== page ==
Every year, scoliosis sufferers and those close to them recognise the month of June as Scoliosis Awareness Month. This is an annual opportunity for people all over the world to come together, speak out about life with a curved spine, and educate others about what it means to have scoliosis.
This month-long event culminates in International Scoliosis Awareness Day, which falls on the last Saturday of June (meaning that the date to remember this year is 29th June 2019). The UK Scoliosis Association (SAUK) launched International Scoliosis Awareness Day six years ago – here, in the organisation’s own words, is why they did it:
“SAUK launched ISAD in 2013 to unite people across the world to create positive public awareness of scoliosis, promote education, and bring together those affected.”
How do people mark Scoliosis Awareness Month?
People mark this annual occasion in a number of different ways. If you use Twitter, keep an eye out for the hashtag #ScoliosisAwarenessMonth – throughout June, people with scoliosis use this tag to share their stories, their X-ray scans, and photos of their curved backs and surgery scars. All of these posts are intermingled with advice for fellow scoliosis patients and useful information about the condition.
There will also be a number of events taking place in recognition of Scoliosis Awareness Month. In June 2017, for instance, the Curvy Girls support group organised a large walk in New Jersey to raise awareness of spinal curvature.
4 things you should know about scoliosis
We’re keen to do our bit for Scoliosis Awareness Month too, so here – for the benefit of anyone who is unfamiliar with this condition – are 4 things we think everyone should know about scoliosis. Feel free to share this post to help raise awareness!
1. What is scoliosis?
Scoliosis is a condition where the spine curves sideways, often resulting in symptoms such as pain, reduced flexibility, muscular imbalance, and (in extreme cases) compromised breathing.
Watch our video to find out more:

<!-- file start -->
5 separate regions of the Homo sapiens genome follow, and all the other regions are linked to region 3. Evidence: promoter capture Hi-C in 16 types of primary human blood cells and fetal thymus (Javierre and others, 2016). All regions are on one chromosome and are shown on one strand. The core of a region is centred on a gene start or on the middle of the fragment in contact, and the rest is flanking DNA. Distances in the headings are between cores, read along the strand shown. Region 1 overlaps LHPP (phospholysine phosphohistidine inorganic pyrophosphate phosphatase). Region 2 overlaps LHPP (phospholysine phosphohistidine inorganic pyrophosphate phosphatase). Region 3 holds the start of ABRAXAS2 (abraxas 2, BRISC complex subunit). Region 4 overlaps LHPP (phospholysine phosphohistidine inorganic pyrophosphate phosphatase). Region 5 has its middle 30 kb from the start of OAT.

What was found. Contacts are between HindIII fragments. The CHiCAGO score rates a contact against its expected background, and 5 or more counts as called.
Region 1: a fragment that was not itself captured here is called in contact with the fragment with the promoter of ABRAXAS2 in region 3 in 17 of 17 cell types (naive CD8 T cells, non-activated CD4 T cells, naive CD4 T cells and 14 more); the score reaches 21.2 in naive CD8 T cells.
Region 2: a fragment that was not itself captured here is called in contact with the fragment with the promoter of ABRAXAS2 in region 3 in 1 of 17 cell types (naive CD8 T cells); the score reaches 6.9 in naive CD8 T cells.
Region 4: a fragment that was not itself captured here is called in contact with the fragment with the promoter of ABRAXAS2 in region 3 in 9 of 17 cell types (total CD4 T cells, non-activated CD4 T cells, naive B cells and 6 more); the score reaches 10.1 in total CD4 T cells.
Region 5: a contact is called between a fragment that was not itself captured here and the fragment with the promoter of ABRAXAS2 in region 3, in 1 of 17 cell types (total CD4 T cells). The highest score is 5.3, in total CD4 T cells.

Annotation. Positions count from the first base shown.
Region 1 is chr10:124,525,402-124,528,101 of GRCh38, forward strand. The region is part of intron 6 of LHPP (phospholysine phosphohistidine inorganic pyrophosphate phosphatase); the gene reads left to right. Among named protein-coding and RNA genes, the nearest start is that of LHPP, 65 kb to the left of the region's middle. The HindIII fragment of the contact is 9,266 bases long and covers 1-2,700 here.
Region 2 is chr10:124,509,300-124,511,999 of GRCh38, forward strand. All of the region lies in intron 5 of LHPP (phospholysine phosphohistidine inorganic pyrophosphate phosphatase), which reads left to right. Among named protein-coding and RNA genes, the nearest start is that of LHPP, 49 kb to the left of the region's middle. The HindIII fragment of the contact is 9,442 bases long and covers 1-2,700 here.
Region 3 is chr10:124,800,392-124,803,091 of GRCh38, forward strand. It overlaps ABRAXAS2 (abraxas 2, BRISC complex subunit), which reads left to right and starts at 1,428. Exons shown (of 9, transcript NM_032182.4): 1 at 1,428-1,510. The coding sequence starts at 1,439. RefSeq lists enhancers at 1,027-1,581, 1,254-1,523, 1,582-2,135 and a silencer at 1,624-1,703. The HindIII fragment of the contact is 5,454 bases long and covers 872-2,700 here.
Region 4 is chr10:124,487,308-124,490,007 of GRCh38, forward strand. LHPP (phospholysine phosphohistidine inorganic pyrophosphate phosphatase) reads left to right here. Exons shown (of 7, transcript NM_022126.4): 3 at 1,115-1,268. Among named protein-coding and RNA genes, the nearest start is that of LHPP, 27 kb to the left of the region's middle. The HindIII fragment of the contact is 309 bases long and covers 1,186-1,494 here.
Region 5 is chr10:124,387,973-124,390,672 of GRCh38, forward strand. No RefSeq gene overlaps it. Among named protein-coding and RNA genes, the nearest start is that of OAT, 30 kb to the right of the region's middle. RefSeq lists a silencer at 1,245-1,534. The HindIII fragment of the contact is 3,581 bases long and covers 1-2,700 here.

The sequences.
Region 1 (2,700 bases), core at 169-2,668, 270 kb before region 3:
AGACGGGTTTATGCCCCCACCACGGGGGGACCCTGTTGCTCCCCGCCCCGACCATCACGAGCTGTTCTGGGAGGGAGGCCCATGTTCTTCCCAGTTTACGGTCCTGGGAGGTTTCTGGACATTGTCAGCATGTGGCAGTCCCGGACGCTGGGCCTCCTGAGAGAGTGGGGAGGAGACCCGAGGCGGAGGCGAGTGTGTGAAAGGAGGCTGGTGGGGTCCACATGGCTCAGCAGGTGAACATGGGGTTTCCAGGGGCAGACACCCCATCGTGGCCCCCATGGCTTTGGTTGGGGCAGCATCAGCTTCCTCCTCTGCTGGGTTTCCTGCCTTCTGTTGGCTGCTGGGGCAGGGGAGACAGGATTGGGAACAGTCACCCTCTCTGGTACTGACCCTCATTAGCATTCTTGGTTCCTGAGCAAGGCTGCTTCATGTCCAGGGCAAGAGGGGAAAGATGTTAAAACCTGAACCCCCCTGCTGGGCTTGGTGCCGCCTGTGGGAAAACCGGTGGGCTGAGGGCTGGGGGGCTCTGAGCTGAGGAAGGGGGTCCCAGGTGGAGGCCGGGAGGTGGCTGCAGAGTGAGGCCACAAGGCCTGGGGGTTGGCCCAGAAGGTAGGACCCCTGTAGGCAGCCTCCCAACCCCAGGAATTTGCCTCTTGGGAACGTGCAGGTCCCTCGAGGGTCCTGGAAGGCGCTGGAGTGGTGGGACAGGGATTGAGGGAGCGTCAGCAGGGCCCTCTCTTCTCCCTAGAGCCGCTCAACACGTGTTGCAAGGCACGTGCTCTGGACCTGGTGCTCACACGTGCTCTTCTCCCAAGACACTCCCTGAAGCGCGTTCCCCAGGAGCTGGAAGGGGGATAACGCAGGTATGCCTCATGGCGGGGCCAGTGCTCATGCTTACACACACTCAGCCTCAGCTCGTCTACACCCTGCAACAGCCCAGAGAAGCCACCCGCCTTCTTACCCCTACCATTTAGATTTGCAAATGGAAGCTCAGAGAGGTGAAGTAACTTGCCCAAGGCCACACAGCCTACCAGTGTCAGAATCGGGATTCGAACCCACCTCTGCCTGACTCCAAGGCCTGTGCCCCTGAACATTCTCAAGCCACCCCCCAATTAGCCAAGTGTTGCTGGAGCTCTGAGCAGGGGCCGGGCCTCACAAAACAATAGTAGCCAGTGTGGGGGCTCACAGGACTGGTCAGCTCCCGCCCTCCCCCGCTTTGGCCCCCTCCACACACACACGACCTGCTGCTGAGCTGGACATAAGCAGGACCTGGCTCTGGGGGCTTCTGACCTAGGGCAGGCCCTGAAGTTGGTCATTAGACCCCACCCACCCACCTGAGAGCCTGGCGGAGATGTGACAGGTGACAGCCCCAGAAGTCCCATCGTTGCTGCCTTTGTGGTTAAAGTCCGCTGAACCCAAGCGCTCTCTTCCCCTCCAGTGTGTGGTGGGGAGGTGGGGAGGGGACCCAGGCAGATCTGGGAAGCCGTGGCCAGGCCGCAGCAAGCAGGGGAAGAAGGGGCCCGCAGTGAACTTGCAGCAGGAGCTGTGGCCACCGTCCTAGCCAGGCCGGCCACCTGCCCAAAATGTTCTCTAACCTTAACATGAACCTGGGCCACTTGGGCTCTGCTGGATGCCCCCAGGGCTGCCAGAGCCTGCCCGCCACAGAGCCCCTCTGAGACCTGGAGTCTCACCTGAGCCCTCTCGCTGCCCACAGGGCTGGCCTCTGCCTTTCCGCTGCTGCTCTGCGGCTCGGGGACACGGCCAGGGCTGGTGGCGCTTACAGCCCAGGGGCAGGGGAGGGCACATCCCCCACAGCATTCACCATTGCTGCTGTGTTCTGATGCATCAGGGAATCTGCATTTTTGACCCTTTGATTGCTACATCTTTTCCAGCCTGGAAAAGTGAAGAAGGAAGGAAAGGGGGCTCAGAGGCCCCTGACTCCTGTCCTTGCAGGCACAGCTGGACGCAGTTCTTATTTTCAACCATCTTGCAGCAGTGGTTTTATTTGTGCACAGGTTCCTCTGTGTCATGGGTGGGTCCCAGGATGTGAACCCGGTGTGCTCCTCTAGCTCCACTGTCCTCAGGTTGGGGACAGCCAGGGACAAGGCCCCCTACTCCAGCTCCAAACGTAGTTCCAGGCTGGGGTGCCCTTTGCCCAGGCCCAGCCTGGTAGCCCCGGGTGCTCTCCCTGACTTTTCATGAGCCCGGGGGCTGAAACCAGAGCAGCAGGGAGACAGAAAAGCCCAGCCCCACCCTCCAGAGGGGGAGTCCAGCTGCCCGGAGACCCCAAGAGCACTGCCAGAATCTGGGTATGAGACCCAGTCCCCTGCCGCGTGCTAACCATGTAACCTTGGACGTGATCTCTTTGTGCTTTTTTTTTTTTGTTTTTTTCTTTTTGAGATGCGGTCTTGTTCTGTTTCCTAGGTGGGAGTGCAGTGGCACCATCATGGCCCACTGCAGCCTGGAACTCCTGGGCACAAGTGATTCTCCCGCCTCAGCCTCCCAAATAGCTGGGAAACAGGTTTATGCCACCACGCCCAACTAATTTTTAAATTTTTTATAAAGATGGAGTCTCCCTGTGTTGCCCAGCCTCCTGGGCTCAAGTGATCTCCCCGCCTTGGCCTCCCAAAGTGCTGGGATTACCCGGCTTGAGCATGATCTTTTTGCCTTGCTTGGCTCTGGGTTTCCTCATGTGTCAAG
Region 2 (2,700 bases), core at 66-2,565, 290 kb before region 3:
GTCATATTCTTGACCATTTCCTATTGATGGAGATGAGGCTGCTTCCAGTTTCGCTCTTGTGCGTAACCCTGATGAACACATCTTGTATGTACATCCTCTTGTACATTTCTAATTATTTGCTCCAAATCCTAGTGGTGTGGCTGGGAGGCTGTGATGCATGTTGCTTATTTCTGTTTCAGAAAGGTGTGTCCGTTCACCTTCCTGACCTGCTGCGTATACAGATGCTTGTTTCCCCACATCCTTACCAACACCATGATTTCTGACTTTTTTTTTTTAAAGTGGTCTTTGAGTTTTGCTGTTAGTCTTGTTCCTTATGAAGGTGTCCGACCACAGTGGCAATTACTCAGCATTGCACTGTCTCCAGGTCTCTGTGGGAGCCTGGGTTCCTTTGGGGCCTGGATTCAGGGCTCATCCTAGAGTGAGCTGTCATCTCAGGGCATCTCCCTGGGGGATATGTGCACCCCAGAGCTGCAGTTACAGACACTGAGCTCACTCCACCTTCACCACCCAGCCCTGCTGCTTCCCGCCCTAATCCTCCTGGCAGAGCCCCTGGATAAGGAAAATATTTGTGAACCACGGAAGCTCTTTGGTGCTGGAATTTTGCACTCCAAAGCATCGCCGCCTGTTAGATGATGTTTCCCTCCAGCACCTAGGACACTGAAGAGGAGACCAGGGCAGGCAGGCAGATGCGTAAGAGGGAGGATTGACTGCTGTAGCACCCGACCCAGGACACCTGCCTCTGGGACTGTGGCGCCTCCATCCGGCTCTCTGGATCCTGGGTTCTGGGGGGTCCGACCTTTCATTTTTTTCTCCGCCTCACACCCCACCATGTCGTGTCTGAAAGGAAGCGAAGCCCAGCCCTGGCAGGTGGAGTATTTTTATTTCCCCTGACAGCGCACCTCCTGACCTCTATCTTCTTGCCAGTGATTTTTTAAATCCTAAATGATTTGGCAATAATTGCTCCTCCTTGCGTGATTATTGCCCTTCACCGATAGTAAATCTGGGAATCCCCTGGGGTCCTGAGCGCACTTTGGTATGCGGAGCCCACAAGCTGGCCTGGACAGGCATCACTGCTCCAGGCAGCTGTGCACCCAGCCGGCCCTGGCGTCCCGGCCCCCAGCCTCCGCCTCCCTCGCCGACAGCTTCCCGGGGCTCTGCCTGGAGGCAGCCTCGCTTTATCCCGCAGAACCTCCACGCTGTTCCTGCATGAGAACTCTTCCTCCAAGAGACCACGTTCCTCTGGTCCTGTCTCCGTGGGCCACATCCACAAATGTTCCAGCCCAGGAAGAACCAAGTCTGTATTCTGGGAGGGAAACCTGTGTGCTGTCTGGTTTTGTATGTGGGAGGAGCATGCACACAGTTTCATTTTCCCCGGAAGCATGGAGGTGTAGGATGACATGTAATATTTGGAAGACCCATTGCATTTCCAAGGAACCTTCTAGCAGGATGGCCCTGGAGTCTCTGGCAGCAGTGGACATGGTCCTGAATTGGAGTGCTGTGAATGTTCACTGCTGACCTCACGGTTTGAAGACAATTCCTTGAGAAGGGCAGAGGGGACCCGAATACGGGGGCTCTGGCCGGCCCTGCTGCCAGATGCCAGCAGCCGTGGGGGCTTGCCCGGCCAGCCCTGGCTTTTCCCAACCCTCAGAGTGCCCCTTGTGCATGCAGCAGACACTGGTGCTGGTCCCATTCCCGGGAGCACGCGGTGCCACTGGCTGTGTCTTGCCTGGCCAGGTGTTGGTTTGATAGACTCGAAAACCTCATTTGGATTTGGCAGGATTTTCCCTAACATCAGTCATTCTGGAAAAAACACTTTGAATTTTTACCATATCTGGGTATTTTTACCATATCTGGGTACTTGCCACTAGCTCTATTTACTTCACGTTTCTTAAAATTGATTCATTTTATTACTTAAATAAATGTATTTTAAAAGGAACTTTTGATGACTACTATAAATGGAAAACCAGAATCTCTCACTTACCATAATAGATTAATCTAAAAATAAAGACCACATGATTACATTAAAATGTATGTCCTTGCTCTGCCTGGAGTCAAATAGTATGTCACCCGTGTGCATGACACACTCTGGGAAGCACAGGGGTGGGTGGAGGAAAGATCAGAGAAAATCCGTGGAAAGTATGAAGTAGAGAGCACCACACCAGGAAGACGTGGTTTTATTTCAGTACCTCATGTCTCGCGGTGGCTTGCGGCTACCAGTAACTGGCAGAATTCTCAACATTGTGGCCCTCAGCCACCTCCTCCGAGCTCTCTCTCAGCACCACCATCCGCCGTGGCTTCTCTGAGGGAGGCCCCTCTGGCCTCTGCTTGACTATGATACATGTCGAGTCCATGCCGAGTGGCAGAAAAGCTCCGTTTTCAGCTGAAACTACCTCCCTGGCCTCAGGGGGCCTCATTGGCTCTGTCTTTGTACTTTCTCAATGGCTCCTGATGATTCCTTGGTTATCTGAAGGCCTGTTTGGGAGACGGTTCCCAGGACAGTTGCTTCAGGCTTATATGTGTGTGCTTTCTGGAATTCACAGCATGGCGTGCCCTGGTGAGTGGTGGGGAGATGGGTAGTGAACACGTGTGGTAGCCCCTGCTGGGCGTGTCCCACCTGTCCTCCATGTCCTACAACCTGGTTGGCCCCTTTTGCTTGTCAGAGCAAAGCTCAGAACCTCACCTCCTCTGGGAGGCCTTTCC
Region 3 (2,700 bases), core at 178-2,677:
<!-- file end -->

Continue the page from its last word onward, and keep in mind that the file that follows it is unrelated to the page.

For a rough idea of what scoliosis actually looks like, consult the diagram below. However, do bear in mind that every case of scoliosis is different – symptoms, severity, and curve location vary hugely from one person to the next.
2. How common is scoliosis?
Scoliosis affects roughly 4% of people worldwide (i.e. approximately 1 in 25 people). It can occur in any individual regardless of age or gender; however, it is most commonly found in adolescent girls. Read more >
3. What causes scoliosis?
There are many different types of scoliosis with many possible causes. By far the most common form is idiopathic scoliosis, which usually develops during adolescence and has no known cause, though it is thought to be linked to genetic factors.
However, scoliosis can also be caused by:
It’s worth noting that scoliosis is NOT caused by carrying heavy bags, though this is a common misconception. Read more >
- Birth defects
- Old age
- A wide range of conditions including muscular dystrophy, cerebral palsy, spondylolisthesis, and many more
4. How is scoliosis treated?
Scoliosis can be treated using a number of different methods, with bracing and spinal fusion surgery being the most common. Here at the Scoliosis SOS Clinic in London, England, we treat scoliosis using a combination of non-surgical, exercise-based techniques that we call the ScolioGold method. This approach – using physical therapy to reduce the patient’s spinal curve and improve their quality of life – has shown itself to be very effective. View results >
If you need more information about scoliosis, or if you’re interested in the treatment courses we provide here at Scoliosis SOS, please don’t hesitate to get in touch.
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